The revelations of harassment in Westminster reflect the rottenness of the establishment and the crisis facing this Tory government.
“I have never seen a class so deeply demoralised, so incurably debased by selfishness, so corroded within, so incapable of progress, as the English bourgeoisie,” commented Frederick Engels more than 150 years ago. Such an appraisal could have been written today. The establishment is in crisis and so is the Tory government. They are being paralysed by one revelation and scandal after another. There appears to be no let up. Meanwhile, the stalemate over the Brexit negotiations is forcing them to peer over a very-unnerving precipice.
“Theresa May tried to shore up her fragile government on Thursday after the resignation of her defence secretary over his personal behaviour, but for many Conservative MPs the whiff of decay in her administration has grown only stronger,” stated the Financial Times on 2 November after the latest wave of scandals hit the national papers.
This “whiff of decay” is but a symptom of a government on its last legs. For many it has become a stinking corpse, made up of the living dead. Every day brings new and irresolvable problems. Not since the 1990s has the establishment been hit with so much sleaze and scandal in one go. But unlike in the 1990s, we are today also facing the deepest crisis of the capitalist system.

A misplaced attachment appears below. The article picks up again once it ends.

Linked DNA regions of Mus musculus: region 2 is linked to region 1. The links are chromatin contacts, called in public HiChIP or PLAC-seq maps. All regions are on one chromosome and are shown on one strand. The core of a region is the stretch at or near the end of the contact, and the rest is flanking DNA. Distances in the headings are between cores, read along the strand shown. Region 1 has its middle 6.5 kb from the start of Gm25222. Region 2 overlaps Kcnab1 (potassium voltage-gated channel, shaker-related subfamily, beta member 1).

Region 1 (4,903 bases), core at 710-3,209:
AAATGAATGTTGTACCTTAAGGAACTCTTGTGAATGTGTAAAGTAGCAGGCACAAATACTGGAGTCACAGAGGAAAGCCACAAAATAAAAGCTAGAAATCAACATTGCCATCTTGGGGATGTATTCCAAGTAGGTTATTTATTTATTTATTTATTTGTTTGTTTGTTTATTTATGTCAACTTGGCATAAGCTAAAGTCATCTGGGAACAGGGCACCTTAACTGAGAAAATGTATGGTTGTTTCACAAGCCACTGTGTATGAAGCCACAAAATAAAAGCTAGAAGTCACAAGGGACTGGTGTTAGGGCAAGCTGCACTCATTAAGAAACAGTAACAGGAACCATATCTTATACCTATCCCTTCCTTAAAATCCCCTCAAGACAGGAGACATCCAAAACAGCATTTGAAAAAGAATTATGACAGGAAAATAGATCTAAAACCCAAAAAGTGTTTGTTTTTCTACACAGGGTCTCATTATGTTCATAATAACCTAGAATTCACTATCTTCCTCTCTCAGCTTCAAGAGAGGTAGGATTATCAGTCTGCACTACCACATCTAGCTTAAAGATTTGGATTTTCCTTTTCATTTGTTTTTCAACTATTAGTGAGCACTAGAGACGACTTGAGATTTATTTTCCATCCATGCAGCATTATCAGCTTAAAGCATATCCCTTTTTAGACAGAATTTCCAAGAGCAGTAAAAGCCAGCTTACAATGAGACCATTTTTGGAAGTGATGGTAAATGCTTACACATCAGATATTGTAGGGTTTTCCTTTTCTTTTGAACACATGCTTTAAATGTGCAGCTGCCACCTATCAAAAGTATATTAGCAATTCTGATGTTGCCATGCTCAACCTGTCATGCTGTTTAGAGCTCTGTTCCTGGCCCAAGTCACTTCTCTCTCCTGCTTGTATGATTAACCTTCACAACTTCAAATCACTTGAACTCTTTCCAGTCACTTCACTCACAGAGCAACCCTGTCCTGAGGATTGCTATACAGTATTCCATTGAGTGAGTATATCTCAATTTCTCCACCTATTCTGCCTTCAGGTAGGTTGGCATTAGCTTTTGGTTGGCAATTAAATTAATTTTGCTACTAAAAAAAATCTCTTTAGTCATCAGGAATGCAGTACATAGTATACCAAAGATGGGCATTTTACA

This current crisis is especially problematic for a Tory government with a tiny majority and facing a possible debacle over Brexit.
How the mighty hath Fallon
The defence secretary, Sir Michael Fallon, was forced to resign, after admitting his “standards had slipped” below those required by the armed forces, whatever that means. He is just the first high-flying casualty of the scandal sweeping Westminster, the first scalp but by no means the last. It is a reflection of the backstabbing that is going on at the very top of government, where individuals are jockeying for greater influence.
It was therefore no surprise that Cabinet “unity” was seriously shaken after it emerged that Andrea Leadsom, Leader of the House of Commons, played a key role in ending the career of Fallon. She was elbowed out of the last Tory leadership election, which crowned Theresa May as leader without a vote. The bitterness was palpable. But this quickly led to a furious response. One cabinet ally of the former defence secretary said: “He made mistakes in the past, but what the f*** does Leadsom think she’s doing? We’re supposed to be a team. Does she want to bring down the whole f***ing government?”
The government is clearly hanging by a thread. There are many loose cannons inside and outside government. No wonder that the Financial Times, the mouthpiece of finance capital, chimed in with an article entitled “The high price of inept political leadership”. Not so long ago, Theresa May was seen as walking on water. Now she is clearly drowning.